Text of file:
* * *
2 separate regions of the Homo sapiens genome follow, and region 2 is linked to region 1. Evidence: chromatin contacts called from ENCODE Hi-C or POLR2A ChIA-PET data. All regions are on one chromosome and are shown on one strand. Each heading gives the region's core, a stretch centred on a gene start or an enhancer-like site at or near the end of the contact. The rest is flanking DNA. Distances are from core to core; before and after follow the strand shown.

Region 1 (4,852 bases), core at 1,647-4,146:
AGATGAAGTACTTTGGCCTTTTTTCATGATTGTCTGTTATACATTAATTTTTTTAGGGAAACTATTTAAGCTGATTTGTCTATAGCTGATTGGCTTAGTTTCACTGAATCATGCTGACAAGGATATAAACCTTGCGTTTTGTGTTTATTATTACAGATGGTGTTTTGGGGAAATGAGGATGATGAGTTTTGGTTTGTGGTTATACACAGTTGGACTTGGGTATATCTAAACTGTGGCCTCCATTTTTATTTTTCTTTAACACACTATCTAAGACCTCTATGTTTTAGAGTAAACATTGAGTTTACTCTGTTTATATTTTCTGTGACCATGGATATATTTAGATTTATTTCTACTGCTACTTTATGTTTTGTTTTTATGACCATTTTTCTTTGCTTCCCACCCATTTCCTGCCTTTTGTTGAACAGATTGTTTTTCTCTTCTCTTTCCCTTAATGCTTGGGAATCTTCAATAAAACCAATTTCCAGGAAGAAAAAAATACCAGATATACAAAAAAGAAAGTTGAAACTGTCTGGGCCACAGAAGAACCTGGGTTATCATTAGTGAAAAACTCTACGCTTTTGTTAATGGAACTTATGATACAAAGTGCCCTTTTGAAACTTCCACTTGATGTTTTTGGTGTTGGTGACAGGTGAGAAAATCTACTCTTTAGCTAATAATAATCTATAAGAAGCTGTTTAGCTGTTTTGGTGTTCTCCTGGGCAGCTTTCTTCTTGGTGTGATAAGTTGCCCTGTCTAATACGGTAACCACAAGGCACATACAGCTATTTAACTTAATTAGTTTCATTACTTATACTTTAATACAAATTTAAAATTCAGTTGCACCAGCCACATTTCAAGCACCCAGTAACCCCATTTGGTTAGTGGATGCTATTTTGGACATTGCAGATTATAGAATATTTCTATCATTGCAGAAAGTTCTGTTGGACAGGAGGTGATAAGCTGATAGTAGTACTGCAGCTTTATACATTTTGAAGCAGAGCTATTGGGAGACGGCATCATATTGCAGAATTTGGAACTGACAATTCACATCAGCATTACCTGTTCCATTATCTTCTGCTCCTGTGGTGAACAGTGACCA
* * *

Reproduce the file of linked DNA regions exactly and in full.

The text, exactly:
2 separate regions of the Homo sapiens genome follow, and region 2 is linked to region 1. Evidence: chromatin contacts called from ENCODE Hi-C or POLR2A ChIA-PET data. All regions are on one chromosome and are shown on one strand. Each heading gives the region's core, a stretch centred on a gene start or an enhancer-like site at or near the end of the contact. The rest is flanking DNA. Distances are from core to core; before and after follow the strand shown.

Region 1 (4,852 bases), core at 1,647-4,146:
AGATGAAGTACTTTGGCCTTTTTTCATGATTGTCTGTTATACATTAATTTTTTTAGGGAAACTATTTAAGCTGATTTGTCTATAGCTGATTGGCTTAGTTTCACTGAATCATGCTGACAAGGATATAAACCTTGCGTTTTGTGTTTATTATTACAGATGGTGTTTTGGGGAAATGAGGATGATGAGTTTTGGTTTGTGGTTATACACAGTTGGACTTGGGTATATCTAAACTGTGGCCTCCATTTTTATTTTTCTTTAACACACTATCTAAGACCTCTATGTTTTAGAGTAAACATTGAGTTTACTCTGTTTATATTTTCTGTGACCATGGATATATTTAGATTTATTTCTACTGCTACTTTATGTTTTGTTTTTATGACCATTTTTCTTTGCTTCCCACCCATTTCCTGCCTTTTGTTGAACAGATTGTTTTTCTCTTCTCTTTCCCTTAATGCTTGGGAATCTTCAATAAAACCAATTTCCAGGAAGAAAAAAATACCAGATATACAAAAAAGAAAGTTGAAACTGTCTGGGCCACAGAAGAACCTGGGTTATCATTAGTGAAAAACTCTACGCTTTTGTTAATGGAACTTATGATACAAAGTGCCCTTTTGAAACTTCCACTTGATGTTTTTGGTGTTGGTGACAGGTGAGAAAATCTACTCTTTAGCTAATAATAATCTATAAGAAGCTGTTTAGCTGTTTTGGTGTTCTCCTGGGCAGCTTTCTTCTTGGTGTGATAAGTTGCCCTGTCTAATACGGTAACCACAAGGCACATACAGCTATTTAACTTAATTAGTTTCATTACTTATACTTTAATACAAATTTAAAATTCAGTTGCACCAGCCACATTTCAAGCACCCAGTAACCCCATTTGGTTAGTGGATGCTATTTTGGACATTGCAGATTATAGAATATTTCTATCATTGCAGAAAGTTCTGTTGGACAGGAGGTGATAAGCTGATAGTAGTACTGCAGCTTTATACATTTTGAAGCAGAGCTATTGGGAGACGGCATCATATTGCAGAATTTGGAACTGACAATTCACATCAGCATTACCTGTTCCATTATCTTCTGCTCCTGTGGTGAACAGTGACCA